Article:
5. You like books that make you smile and challenge traditional ways of living and thinking.
6. You agree with the words of Bertrand Russell: "To be able to fill leisure intelligently is the best product of civilization."
7. You are receptive to the concept that we can achieve more if we relax, enjoy life more, forget about what the majority in society thinks is important, and focus on the things that really matter.
8. Your parents and co-workers will not approve of your adopting this book as your lifestyle Bible.
9. You know a good deal when you see one - if a book has been published in 17 languages in 21 different countries and has sold over 300,000 copies, it must have great value.
10. You know something important that the hard workers of this world don't know: the secret to a happy and fulfilling life is to work smart and not hard.
Purchase The Joy of Not Working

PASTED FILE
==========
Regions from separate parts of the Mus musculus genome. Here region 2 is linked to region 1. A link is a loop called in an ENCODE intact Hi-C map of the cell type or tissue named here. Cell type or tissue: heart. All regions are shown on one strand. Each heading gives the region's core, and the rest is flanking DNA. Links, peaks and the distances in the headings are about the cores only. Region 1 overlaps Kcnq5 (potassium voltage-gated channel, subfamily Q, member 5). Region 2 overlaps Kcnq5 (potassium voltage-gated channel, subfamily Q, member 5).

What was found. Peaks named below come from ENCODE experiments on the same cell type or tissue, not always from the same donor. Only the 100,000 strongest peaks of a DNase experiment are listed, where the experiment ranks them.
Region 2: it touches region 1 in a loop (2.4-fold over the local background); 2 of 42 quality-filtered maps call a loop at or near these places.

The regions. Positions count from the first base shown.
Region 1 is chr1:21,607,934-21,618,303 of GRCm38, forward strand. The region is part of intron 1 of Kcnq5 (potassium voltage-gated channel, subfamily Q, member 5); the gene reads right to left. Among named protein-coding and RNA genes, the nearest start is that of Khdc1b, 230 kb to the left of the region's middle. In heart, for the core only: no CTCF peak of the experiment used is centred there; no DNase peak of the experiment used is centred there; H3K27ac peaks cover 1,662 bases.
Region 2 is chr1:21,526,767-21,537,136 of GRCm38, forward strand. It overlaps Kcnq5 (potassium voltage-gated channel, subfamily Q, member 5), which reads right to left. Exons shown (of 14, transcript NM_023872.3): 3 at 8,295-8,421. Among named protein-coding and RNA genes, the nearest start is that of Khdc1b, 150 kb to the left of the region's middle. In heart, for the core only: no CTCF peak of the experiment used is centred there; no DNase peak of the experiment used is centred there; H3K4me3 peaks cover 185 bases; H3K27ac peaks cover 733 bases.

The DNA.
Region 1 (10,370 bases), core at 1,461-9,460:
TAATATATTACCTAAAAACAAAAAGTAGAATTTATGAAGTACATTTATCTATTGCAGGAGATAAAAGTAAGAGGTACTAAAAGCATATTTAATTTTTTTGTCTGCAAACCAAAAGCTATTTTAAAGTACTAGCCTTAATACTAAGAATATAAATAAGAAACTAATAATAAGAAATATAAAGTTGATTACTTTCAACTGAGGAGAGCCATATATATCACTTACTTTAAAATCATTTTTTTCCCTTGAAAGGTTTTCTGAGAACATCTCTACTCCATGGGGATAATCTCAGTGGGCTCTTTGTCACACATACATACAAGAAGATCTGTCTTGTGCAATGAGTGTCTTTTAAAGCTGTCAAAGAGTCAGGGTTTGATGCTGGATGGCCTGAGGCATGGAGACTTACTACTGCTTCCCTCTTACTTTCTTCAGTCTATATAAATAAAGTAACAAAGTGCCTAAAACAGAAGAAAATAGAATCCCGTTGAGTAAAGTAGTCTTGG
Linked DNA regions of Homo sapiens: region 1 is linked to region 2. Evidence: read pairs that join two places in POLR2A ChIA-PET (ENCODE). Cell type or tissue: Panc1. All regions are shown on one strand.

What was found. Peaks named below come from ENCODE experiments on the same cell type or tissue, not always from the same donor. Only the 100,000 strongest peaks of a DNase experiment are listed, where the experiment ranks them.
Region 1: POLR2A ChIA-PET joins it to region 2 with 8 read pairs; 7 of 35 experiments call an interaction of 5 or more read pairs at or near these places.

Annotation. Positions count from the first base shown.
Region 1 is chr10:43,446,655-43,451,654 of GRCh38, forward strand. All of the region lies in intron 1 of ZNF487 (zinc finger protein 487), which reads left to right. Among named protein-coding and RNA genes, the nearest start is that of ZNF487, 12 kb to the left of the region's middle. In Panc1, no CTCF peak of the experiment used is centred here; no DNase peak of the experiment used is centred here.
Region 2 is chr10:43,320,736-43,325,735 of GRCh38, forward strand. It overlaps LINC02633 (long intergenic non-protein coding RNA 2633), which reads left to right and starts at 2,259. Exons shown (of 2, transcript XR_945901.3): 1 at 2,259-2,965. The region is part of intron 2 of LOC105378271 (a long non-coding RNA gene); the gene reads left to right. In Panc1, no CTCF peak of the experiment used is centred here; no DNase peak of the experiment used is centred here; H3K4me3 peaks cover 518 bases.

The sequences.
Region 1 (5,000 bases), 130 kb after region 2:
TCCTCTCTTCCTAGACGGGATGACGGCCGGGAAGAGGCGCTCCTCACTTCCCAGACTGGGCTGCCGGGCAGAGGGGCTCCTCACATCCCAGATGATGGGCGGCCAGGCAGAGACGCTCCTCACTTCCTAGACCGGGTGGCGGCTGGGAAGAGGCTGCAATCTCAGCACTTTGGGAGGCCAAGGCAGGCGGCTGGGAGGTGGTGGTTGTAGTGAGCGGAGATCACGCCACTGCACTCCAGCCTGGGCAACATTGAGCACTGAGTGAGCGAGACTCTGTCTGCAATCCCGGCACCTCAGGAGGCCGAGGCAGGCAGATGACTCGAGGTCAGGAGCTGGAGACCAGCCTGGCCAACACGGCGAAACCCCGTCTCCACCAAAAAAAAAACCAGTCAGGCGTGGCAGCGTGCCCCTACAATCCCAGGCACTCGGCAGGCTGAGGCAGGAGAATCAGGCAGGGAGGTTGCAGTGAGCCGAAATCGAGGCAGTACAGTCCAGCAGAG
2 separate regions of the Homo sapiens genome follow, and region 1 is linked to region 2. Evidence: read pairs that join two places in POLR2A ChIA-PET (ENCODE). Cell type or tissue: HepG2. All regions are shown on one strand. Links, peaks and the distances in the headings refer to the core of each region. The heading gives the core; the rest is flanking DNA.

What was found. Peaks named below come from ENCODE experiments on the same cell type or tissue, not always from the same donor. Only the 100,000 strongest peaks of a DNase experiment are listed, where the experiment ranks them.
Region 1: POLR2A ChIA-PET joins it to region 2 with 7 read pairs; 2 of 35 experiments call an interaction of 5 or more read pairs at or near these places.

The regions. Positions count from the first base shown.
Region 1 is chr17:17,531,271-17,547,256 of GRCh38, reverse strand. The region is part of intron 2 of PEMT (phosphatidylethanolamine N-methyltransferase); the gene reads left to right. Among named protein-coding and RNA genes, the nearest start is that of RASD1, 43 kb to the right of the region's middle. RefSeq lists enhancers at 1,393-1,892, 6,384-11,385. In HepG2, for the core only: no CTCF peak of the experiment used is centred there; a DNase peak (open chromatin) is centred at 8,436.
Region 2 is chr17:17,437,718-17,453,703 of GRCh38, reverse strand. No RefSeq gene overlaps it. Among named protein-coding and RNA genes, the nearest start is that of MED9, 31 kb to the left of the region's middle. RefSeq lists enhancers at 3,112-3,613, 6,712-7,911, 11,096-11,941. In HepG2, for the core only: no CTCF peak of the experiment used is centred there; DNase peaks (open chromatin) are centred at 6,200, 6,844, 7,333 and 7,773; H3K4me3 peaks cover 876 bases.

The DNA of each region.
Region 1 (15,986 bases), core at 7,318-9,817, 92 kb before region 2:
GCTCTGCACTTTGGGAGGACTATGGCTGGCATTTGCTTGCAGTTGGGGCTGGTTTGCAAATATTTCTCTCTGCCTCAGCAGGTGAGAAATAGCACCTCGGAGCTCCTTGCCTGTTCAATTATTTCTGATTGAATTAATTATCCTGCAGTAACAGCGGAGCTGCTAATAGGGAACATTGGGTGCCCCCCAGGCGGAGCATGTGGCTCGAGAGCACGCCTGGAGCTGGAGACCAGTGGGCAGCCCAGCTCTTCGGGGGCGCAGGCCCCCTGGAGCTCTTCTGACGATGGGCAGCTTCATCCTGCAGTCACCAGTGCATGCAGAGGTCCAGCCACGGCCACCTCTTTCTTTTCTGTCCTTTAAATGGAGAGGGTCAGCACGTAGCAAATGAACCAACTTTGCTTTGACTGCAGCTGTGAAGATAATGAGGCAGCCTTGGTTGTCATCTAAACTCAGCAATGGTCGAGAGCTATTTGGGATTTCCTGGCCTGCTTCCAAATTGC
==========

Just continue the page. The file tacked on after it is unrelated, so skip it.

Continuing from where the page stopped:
Retirement Letter #4
Additional Advice for a Happy
from a Couple in Arizona
couple from Sedona, Arizona, wrote to me
to share their ideas on how to have a happy retirement.
Just a note to consider for
your next book on retirement/life ideas . . .
Tell them to try the Peace Corps.
I retired at 59 from Boeing and my wife at 54 as a CPA to
spend 2 1/3 years totally challenged, focused, and feeling
like we were on a constant adventure.
You do not grow old while you
are there and for many months after you return home! And they
never look at life the same bored way again.
has CUSO, of course.
Tom & Ann Tedrick
Retirement Letter #5
Work Ethic Is Okay But There
Wonderful Things to Do in Life!
Sharon (no last name given) sent me this e-mail in March 2005.
don't know if you actually read your fan mail but I want to personally
congratulate you on the wonderful books you write! I
just finished reading 2 of them this past winter and they
helped me to refocus on life. I have always had a very
strong work ethic which enabled me to work in a very stressful
career for the past 25 years but with your help I have now
come to the realization that there are other more wonderful
things to do in life! I am seriously considering retirement
in the next 5 years to pursue more interesting activities.